It’s true. And there’s probably a good joke here that starts, “You can take a couple of full-timers out of their RV…”
But didn’t we look cute on our airplane? Sorry it’s fuzzy. I was probably giggling with glee!
With only 7 days to visit two different parts of the family — our son and his girlfriend on the Olympic Peninsula, and Tim’s parents, sisters and their families a couple hours north of Seattle — it made perfect sense for us to have our own mobile guest suite. Thankfully, Tim’s folks own just the thing, and were willing to hand over the keys!
They patched a few leaks, made the bed, gassed/watered/propaned it up, and even stocked the pantry and fridge for us — including a bottle of wine and homemade chocolate chip cookies.
My in-laws are the bomb!
Tim’s dad checked us out on all the systems before letting us leave the driveway.
This thing is way easier to set up, take down, and drive around than our fifth wheel, but…
… wow, is it compact.
It suited our needs more than adequately for this short trip, but I don’t think I could handle living in a truck camper full time.
The bathroom is about half the size of ours, and includes sink, potty, storage cabinet and shower. I… I did not think that was possible. And I am not willing to downsize that much.
Boiling water for coffee in this old percolator made us feel like pioneers! (Yeah, we know. Pioneers had campfires, not auto-ignite gas stoves.)
And although this is truly a 1-butt kitchen, we promoted it to a 2-butt to clean up after a big breakfast.
Tim washed, our son’s girl dried.
Moonrise over the inlet
And here’s why we went: our older son graduated from the Northwest School of Wooden Boatbuilding with an associate of occupational studies degree, and an impressive list of craftsmanship and engineering skills, such as planking, structures, fiberglass work, and handcrafted cabinetry. We are so stinkin’ proud!
That’s him, sitting up there on the Chamberlain, a craft he’s done a lot of work on during his time at the boat school.
Not many school-sponsored graduation receptions include a keg. This school was a good. choice.
And although this is not our boy’s first beer, it’s the first one his mama’s poured for him, and like so many other child rearing milestones, we captured it with photos. I’m sure there’s a spot in the baby book for this somewhere…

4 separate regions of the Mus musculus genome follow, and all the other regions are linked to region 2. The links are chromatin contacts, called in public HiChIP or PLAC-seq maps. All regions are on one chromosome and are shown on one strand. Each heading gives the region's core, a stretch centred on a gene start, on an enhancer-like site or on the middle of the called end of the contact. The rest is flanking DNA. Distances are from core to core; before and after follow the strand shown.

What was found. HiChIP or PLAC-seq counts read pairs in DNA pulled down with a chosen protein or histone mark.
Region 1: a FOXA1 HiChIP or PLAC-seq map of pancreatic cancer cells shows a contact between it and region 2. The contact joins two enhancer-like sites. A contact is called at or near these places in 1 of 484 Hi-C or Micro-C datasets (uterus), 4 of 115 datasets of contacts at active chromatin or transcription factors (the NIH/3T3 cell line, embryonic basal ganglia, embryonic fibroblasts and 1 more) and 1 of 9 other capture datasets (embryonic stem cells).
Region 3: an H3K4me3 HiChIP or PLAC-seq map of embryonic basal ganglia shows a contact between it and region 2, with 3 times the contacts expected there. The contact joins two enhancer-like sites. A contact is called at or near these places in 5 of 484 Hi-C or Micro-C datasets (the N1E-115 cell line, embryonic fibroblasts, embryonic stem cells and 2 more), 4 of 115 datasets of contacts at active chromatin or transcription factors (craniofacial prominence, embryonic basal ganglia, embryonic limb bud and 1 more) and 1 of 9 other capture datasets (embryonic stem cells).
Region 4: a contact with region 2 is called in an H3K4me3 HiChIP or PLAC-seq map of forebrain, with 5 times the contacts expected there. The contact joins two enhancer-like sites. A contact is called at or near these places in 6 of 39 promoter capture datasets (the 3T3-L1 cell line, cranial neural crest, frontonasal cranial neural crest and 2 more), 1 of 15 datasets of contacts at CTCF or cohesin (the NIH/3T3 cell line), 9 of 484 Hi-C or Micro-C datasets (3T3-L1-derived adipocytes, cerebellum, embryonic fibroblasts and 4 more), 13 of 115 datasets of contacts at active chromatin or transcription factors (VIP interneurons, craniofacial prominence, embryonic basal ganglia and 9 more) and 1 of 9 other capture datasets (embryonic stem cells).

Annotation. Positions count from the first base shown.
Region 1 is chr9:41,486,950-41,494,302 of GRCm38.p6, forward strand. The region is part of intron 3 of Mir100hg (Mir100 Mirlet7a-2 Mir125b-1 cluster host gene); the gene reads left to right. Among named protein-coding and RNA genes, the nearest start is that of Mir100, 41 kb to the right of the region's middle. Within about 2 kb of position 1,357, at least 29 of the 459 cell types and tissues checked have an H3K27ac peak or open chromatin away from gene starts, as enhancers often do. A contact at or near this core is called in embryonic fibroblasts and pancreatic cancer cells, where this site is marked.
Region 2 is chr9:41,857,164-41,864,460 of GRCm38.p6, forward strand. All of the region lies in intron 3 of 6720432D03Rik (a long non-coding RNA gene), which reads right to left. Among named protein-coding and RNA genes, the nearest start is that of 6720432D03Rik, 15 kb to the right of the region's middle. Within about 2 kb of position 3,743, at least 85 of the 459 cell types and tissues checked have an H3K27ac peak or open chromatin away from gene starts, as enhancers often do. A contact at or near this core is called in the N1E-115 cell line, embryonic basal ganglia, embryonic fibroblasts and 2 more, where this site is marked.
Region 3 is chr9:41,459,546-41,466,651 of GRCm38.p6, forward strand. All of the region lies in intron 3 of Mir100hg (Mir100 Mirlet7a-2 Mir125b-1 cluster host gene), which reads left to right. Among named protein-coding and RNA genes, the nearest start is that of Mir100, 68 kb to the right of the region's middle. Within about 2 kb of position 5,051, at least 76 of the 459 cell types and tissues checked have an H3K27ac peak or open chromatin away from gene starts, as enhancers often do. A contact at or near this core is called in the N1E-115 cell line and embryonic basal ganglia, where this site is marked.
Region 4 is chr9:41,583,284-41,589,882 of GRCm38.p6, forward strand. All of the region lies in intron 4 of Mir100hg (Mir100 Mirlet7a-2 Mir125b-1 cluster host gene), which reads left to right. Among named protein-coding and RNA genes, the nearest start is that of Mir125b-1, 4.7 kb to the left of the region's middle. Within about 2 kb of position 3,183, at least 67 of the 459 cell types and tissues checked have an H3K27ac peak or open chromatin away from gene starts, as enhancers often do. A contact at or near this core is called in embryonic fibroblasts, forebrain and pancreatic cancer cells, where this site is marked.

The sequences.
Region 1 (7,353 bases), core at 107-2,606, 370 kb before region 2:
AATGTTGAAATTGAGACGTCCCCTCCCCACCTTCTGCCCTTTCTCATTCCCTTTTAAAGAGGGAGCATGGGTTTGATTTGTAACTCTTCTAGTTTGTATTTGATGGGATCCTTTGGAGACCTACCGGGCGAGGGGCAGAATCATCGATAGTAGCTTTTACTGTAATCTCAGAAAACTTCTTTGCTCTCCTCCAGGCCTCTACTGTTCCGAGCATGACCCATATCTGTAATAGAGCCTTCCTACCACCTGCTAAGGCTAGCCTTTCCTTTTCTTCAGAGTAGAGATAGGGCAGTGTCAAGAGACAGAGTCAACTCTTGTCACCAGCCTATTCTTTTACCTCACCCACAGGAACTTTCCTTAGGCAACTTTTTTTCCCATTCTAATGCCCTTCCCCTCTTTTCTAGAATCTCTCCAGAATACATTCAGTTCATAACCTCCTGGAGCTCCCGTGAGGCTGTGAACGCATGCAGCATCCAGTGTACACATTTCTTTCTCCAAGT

Later on, our son showed us around the boat yard in Port Townsend.
This fixer-upper bears a price tag of $5000 OBO.
My best offer is oh hell no.
I’ll leave you with three images of what the Puget Sound area is famous for: her picturesque waterways. No matter where you go, your journey will include bridges, tunnels, or ferries to get you from Point A to Point B, and the views are always worth the wait.
Deception Pass, looking west from the bridge…
… and east
Port Townsend Bay
As for what’s coming up next for us, it looks like we’ll be sitting here in San Antonio through the fall, and perhaps into winter. Some medical issues have come up, and they need to be taken care of. I won’t share the details here, mostly because we don’t have enough information yet to know what lies ahead for Tim, but once we’ve got a better grip on what needs to be done, I’ll spill the proverbial beans. For now, in my husband’s own words:
I admit this is not how I wanted to spend my fall months, but such is life. I welcome prayers, well-wishes, and good thoughts.
Hell, some of you might even feel compelled to send large sums of money, which would also be just fine.
Now if you do choose to pray, please don’t get too serious. I think something like this would be appropriate: “Dear God, please help that sap get physically well soon. We all understand he is a lost cause mentally.”